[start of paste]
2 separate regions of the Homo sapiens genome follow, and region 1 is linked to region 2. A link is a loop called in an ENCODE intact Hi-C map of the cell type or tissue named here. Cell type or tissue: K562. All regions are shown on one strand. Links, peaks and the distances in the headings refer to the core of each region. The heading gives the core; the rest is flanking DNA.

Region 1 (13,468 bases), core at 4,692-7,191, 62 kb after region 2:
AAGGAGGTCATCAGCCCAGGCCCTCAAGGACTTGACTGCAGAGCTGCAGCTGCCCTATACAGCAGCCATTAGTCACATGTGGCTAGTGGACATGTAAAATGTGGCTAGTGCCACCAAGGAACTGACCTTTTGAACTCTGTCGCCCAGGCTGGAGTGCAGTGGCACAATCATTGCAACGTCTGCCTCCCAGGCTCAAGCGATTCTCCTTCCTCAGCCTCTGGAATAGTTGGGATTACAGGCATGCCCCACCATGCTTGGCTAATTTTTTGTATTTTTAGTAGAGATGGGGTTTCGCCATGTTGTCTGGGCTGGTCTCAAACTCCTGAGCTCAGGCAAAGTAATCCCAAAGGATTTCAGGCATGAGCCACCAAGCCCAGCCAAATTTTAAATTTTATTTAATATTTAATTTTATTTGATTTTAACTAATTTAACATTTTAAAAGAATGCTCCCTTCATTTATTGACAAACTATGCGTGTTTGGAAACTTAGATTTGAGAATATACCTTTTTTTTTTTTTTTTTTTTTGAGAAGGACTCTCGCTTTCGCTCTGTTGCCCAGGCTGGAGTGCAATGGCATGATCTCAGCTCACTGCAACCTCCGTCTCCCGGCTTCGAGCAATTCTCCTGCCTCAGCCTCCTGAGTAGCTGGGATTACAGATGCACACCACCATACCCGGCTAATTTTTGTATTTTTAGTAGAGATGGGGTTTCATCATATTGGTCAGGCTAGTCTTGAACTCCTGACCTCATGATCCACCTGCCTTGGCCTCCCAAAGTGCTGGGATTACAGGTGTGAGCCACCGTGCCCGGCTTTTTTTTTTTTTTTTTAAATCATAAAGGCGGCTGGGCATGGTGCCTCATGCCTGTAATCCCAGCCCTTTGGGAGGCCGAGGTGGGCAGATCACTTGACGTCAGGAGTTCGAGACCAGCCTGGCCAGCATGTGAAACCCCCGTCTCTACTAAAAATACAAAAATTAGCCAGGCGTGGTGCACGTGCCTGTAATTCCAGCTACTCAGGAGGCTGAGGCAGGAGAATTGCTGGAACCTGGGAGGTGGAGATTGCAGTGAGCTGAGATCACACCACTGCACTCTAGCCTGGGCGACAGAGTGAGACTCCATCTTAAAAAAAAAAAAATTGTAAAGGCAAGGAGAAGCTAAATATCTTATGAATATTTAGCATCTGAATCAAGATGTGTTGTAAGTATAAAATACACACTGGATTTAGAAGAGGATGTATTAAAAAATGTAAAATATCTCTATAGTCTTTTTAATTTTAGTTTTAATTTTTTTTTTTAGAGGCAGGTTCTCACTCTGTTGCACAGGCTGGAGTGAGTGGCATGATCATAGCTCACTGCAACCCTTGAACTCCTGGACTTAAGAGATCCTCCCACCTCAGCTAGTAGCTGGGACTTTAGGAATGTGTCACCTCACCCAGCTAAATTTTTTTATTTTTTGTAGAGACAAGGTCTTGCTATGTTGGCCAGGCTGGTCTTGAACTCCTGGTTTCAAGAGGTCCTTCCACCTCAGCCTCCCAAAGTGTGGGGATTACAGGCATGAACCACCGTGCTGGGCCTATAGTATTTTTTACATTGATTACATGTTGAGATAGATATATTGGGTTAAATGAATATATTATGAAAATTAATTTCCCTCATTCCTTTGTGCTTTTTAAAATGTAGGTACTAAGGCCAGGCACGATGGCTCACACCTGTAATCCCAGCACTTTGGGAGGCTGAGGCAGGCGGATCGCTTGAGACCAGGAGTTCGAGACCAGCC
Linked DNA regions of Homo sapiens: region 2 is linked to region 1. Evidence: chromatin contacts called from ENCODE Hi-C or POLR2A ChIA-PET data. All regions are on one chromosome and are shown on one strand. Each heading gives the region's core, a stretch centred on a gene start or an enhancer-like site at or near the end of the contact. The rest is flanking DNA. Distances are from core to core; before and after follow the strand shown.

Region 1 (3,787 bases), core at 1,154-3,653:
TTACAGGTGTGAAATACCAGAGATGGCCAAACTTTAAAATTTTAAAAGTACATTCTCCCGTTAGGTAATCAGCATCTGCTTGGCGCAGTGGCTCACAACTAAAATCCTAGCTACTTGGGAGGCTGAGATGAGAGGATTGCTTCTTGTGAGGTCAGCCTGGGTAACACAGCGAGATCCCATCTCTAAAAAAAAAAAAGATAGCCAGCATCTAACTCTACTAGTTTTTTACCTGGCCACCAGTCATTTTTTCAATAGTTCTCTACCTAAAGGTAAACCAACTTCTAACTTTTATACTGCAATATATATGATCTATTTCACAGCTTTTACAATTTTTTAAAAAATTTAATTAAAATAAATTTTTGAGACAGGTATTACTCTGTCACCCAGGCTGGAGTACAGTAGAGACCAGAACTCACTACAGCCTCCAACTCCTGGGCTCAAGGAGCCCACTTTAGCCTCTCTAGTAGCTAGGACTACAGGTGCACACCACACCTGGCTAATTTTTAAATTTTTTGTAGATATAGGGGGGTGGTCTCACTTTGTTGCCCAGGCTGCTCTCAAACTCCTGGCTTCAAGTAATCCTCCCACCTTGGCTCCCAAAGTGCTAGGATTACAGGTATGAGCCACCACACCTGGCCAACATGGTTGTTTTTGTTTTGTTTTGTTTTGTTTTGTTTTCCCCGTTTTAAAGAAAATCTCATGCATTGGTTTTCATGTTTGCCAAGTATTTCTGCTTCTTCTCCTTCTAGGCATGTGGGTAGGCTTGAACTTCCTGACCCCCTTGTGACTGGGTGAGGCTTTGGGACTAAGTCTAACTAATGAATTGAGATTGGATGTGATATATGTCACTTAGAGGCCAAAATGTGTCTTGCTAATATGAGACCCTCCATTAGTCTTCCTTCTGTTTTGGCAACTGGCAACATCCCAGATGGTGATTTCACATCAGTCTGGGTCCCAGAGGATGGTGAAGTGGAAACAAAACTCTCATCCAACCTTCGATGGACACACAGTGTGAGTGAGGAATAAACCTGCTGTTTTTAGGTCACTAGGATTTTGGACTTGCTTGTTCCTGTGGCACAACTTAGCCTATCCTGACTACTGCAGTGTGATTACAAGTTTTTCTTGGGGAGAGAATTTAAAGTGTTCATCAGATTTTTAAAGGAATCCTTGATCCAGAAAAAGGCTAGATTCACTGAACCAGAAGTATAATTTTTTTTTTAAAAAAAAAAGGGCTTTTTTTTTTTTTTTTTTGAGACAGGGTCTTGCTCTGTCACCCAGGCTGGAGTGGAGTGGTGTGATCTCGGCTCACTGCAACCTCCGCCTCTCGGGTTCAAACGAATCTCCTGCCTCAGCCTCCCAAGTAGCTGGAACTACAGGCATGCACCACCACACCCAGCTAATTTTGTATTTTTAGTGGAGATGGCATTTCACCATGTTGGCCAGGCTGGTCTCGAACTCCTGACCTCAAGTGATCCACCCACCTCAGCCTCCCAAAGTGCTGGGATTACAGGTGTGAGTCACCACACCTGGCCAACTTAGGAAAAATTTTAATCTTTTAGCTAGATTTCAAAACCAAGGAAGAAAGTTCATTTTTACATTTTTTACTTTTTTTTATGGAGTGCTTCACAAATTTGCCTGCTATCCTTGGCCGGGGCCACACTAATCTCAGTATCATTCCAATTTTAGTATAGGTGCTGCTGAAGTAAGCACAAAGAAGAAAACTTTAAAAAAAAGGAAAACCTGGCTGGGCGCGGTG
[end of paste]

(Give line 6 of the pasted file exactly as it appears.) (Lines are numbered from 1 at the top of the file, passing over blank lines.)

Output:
TTACAGGTGTGAAATACCAGAGATGGCCAAACTTTAAAATTTTAAAAGTACATTCTCCCGTTAGGTAATCAGCATCTGCTTGGCGCAGTGGCTCACAACTAAAATCCTAGCTACTTGGGAGGCTGAGATGAGAGGATTGCTTCTTGTGAGGTCAGCCTGGGTAACACAGCGAGATCCCATCTCTAAAAAAAAAAAAGATAGCCAGCATCTAACTCTACTAGTTTTTTACCTGGCCACCAGTCATTTTTTCAATAGTTCTCTACCTAAAGGTAAACCAACTTCTAACTTTTATACTGCAATATATATGATCTATTTCACAGCTTTTACAATTTTTTAAAAAATTTAATTAAAATAAATTTTTGAGACAGGTATTACTCTGTCACCCAGGCTGGAGTACAGTAGAGACCAGAACTCACTACAGCCTCCAACTCCTGGGCTCAAGGAGCCCACTTTAGCCTCTCTAGTAGCTAGGACTACAGGTGCACACCACACCTGGCTAATTTTTAAATTTTTTGTAGATATAGGGGGGTGGTCTCACTTTGTTGCCCAGGCTGCTCTCAAACTCCTGGCTTCAAGTAATCCTCCCACCTTGGCTCCCAAAGTGCTAGGATTACAGGTATGAGCCACCACACCTGGCCAACATGGTTGTTTTTGTTTTGTTTTGTTTTGTTTTGTTTTCCCCGTTTTAAAGAAAATCTCATGCATTGGTTTTCATGTTTGCCAAGTATTTCTGCTTCTTCTCCTTCTAGGCATGTGGGTAGGCTTGAACTTCCTGACCCCCTTGTGACTGGGTGAGGCTTTGGGACTAAGTCTAACTAATGAATTGAGATTGGATGTGATATATGTCACTTAGAGGCCAAAATGTGTCTTGCTAATATGAGACCCTCCATTAGTCTTCCTTCTGTTTTGGCAACTGGCAACATCCCAGATGGTGATTTCACATCAGTCTGGGTCCCAGAGGATGGTGAAGTGGAAACAAAACTCTCATCCAACCTTCGATGGACACACAGTGTGAGTGAGGAATAAACCTGCTGTTTTTAGGTCACTAGGATTTTGGACTTGCTTGTTCCTGTGGCACAACTTAGCCTATCCTGACTACTGCAGTGTGATTACAAGTTTTTCTTGGGGAGAGAATTTAAAGTGTTCATCAGATTTTTAAAGGAATCCTTGATCCAGAAAAAGGCTAGATTCACTGAACCAGAAGTATAATTTTTTTTTTAAAAAAAAAAGGGCTTTTTTTTTTTTTTTTTTGAGACAGGGTCTTGCTCTGTCACCCAGGCTGGAGTGGAGTGGTGTGATCTCGGCTCACTGCAACCTCCGCCTCTCGGGTTCAAACGAATCTCCTGCCTCAGCCTCCCAAGTAGCTGGAACTACAGGCATGCACCACCACACCCAGCTAATTTTGTATTTTTAGTGGAGATGGCATTTCACCATGTTGGCCAGGCTGGTCTCGAACTCCTGACCTCAAGTGATCCACCCACCTCAGCCTCCCAAAGTGCTGGGATTACAGGTGTGAGTCACCACACCTGGCCAACTTAGGAAAAATTTTAATCTTTTAGCTAGATTTCAAAACCAAGGAAGAAAGTTCATTTTTACATTTTTTACTTTTTTTTATGGAGTGCTTCACAAATTTGCCTGCTATCCTTGGCCGGGGCCACACTAATCTCAGTATCATTCCAATTTTAGTATAGGTGCTGCTGAAGTAAGCACAAAGAAGAAAACTTTAAAAAAAAGGAAAACCTGGCTGGGCGCGGTG